The lives and work of some of the great women of Scripture are briefly reviewed: Sarah, Miriam and Deborah in particular. The latter two in particular are often advanced as examples for the feminist interpretation of Scripture. The arguments for that perspective are thin indeed. Miriam, a wonderful sister, described as a prophetess, when foolishly aspiring to an equality with her younger brother Moses, is firmly put in her place in a fearful angelic visitation. Deborah “another notable woman of faith”, who guided Israel when there was “a leadership gap” in the nation, eschewed prominence, almost forced Barak forward, and would call herself only “a mother in Israel”.

When he moves into the New Testament to consider the work of our Lord Jesus Christ and his appointed apostles, Brother Michael makes the telling point: “The Lord Jesus chose brothers to be apostles, chose another brother to plug the gap, added another brother when the work of ecclesia-building had to begin in earnest among the Gentiles. The apostles chose only brothers to oversee and lead local ecclesias.” These arrangements, where brothers, but not sisters were allocated leadership roles, were in accordance with God’s determination and in no way a concession to a godless, malecentred society.

Brother Michael deals with the key New Testament passages where the clear and compelling apostolic statements and teachings are challenged by the latter day feminists: 1 Timothy 2:8–15; 1 Corinthians 11:2–16; 14:33–35 and Galatians 3:27–29 among others. These are treated with a brisk, scriptural logic. For example, in considering 1 Timothy 2:8–15 he observes: “The woman was created after the man, from the man, to help the man. Those facts are clearly stated in the second half of the creation account, and that is Paul’s first reason. Eve was to help Adam, not to supplant him. God’s revelation was given to him, and he should pass it on to her, not she to him. Adam, not Eve, was to lead and teach. We are clearly to understand that Adam and Eve are archetypes of man and woman in Christ: and as the logic of Paul’s position is grounded in these Creation realities, they are not culturally bound, but as relevant in the twenty-first century as they were in the first; and in fact, in Eden itself.”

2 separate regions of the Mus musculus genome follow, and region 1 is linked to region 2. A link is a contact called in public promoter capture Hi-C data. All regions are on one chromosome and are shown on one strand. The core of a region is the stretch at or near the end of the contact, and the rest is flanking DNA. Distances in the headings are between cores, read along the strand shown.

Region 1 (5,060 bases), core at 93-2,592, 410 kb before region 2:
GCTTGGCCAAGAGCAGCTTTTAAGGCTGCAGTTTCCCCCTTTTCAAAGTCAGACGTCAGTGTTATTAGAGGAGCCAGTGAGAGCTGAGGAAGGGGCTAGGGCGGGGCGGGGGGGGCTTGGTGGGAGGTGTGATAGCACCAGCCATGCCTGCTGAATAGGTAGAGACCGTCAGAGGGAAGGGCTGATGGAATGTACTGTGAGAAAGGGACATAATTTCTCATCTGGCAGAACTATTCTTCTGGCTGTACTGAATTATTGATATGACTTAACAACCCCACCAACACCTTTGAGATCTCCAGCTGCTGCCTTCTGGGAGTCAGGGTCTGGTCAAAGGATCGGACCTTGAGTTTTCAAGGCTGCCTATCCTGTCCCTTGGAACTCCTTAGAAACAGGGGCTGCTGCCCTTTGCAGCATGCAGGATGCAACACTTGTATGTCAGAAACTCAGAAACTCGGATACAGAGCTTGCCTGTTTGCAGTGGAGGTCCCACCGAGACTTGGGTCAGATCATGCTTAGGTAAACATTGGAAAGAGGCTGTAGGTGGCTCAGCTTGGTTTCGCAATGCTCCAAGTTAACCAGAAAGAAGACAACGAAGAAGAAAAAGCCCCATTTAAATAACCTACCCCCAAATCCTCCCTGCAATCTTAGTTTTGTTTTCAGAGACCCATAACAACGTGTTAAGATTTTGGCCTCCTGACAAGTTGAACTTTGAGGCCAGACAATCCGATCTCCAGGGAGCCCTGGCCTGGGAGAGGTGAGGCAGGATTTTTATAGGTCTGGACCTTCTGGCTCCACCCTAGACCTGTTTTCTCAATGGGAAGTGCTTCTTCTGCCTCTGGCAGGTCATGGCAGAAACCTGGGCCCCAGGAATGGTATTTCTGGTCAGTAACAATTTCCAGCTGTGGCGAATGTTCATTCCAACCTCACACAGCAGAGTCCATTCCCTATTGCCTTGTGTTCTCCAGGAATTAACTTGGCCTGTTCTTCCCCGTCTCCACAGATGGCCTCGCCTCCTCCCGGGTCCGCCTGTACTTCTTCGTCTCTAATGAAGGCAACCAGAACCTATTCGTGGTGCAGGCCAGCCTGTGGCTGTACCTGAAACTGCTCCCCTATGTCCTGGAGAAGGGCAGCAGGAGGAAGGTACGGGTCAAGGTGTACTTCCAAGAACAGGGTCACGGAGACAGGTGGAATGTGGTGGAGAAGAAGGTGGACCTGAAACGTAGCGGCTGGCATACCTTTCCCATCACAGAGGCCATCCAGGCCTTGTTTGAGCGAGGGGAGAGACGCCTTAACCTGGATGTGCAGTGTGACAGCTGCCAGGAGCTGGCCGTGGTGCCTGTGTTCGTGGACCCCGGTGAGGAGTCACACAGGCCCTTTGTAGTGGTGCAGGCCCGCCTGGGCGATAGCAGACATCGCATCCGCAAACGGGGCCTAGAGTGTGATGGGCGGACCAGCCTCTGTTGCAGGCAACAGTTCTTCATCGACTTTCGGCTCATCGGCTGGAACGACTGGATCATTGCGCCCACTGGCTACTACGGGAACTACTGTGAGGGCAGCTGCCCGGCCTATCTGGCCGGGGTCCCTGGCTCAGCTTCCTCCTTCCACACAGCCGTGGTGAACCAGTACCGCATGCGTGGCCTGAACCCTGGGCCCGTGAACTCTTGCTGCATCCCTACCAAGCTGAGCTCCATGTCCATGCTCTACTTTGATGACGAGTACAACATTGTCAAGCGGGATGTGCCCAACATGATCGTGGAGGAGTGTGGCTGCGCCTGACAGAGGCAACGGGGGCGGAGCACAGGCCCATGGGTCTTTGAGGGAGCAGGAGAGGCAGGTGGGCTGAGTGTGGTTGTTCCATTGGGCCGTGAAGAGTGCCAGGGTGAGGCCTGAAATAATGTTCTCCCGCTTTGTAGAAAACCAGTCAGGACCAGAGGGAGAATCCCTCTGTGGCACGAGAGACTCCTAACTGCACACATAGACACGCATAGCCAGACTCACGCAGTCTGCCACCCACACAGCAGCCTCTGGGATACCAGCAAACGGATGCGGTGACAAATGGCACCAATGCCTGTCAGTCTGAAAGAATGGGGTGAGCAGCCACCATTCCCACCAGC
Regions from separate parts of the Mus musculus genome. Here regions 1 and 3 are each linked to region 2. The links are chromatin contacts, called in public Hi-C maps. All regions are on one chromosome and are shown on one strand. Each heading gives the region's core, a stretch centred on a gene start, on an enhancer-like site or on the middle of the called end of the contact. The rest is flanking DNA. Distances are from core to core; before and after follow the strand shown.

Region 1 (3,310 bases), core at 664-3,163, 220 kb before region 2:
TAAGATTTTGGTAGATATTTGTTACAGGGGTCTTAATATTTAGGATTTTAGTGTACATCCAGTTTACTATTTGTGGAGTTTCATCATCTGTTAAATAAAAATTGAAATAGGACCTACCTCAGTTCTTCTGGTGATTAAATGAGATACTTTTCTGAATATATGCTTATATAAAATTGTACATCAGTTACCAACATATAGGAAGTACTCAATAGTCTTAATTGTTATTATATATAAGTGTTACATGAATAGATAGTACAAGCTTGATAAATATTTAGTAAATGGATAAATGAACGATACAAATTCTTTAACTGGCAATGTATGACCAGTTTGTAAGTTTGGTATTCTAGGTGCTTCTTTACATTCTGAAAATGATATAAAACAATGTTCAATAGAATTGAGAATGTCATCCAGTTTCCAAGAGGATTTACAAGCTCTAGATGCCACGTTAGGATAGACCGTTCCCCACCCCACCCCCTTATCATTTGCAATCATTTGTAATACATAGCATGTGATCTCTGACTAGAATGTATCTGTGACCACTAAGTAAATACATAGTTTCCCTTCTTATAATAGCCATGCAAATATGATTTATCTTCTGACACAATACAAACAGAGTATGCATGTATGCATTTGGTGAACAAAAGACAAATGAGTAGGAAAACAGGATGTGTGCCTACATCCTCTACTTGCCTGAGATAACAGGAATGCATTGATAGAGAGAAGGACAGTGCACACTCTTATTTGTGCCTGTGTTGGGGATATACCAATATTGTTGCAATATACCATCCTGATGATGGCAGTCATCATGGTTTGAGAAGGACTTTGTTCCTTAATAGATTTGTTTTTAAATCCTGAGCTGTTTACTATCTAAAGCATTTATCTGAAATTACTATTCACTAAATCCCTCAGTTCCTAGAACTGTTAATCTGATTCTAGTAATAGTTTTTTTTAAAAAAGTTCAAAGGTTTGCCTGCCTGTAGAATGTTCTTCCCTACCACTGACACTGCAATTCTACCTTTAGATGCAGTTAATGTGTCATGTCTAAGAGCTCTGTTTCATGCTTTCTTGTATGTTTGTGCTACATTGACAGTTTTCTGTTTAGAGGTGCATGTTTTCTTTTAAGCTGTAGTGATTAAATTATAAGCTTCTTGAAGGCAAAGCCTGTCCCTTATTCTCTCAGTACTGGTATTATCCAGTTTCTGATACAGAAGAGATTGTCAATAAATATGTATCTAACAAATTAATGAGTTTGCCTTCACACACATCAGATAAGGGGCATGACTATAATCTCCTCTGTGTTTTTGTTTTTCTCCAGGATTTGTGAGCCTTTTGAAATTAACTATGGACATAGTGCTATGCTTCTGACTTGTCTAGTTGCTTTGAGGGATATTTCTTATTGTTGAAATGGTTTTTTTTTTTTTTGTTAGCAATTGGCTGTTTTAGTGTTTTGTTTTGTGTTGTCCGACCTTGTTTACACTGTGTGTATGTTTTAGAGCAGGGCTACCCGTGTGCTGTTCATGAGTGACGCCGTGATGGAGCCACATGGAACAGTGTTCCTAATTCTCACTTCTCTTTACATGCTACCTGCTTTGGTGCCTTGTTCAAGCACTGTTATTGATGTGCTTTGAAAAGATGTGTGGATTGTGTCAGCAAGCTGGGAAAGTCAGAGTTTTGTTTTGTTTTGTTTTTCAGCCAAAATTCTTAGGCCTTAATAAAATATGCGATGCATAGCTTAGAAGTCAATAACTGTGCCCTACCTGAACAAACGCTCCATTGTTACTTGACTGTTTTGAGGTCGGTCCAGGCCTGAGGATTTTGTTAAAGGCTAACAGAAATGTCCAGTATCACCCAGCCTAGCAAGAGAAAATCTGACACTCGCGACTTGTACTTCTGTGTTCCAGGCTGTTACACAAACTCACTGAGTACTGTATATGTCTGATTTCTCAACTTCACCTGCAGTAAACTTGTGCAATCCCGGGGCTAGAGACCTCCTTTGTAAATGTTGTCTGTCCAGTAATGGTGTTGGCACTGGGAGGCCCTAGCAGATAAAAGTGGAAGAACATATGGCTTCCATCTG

The challenges raised by some to counter the clear direction of Paul’s arguments in 1 Corinthians 11 concerning headship and head coverings are all concisely dealt with by Brother Michael. The attempt to make the term, “the head” mean something else. The assertion that Paul’s comments are restricted to the cultural norms of a specific time and place. The bizarre contention that Paul is quoting Corinthian errors only to put them straight. All these are soundly answered and scriptural truth is seen to prevail. Paul, says Brother Michael as he sums up, “instructs the man in one thing only – that he should uncover his head. And he instructs the woman in one thing only – that she should cover her head. There is nothing more. The actions are symbolic, for male and female the outward expression of an inward orientation to the will of God, and an acceptance from the heart of His arrangements.” This latter sentence really expresses Brother Michael’s challenge to his readers throughout this book, that we bow before God’s will and accept His arrangements.

As he brings this work to a conclusion, Brother Michael details some of the many avenues for positive service by sisters in various aspects of ecclesial work. But in this matter, and throughout his book, his emphasis is on brothers and sisters working together in the things of God. He writes: “There were many opportunities for ecclesial service open to both men and women, according to their skills: and today’s ecclesia should follow this pattern of broadly-based involvement and contribution from both brothers and sisters.”

In the Image of God is a very readable work of some 140 pages and a valuable addition to the Truth’s literature. We recommend it wholeheartedly.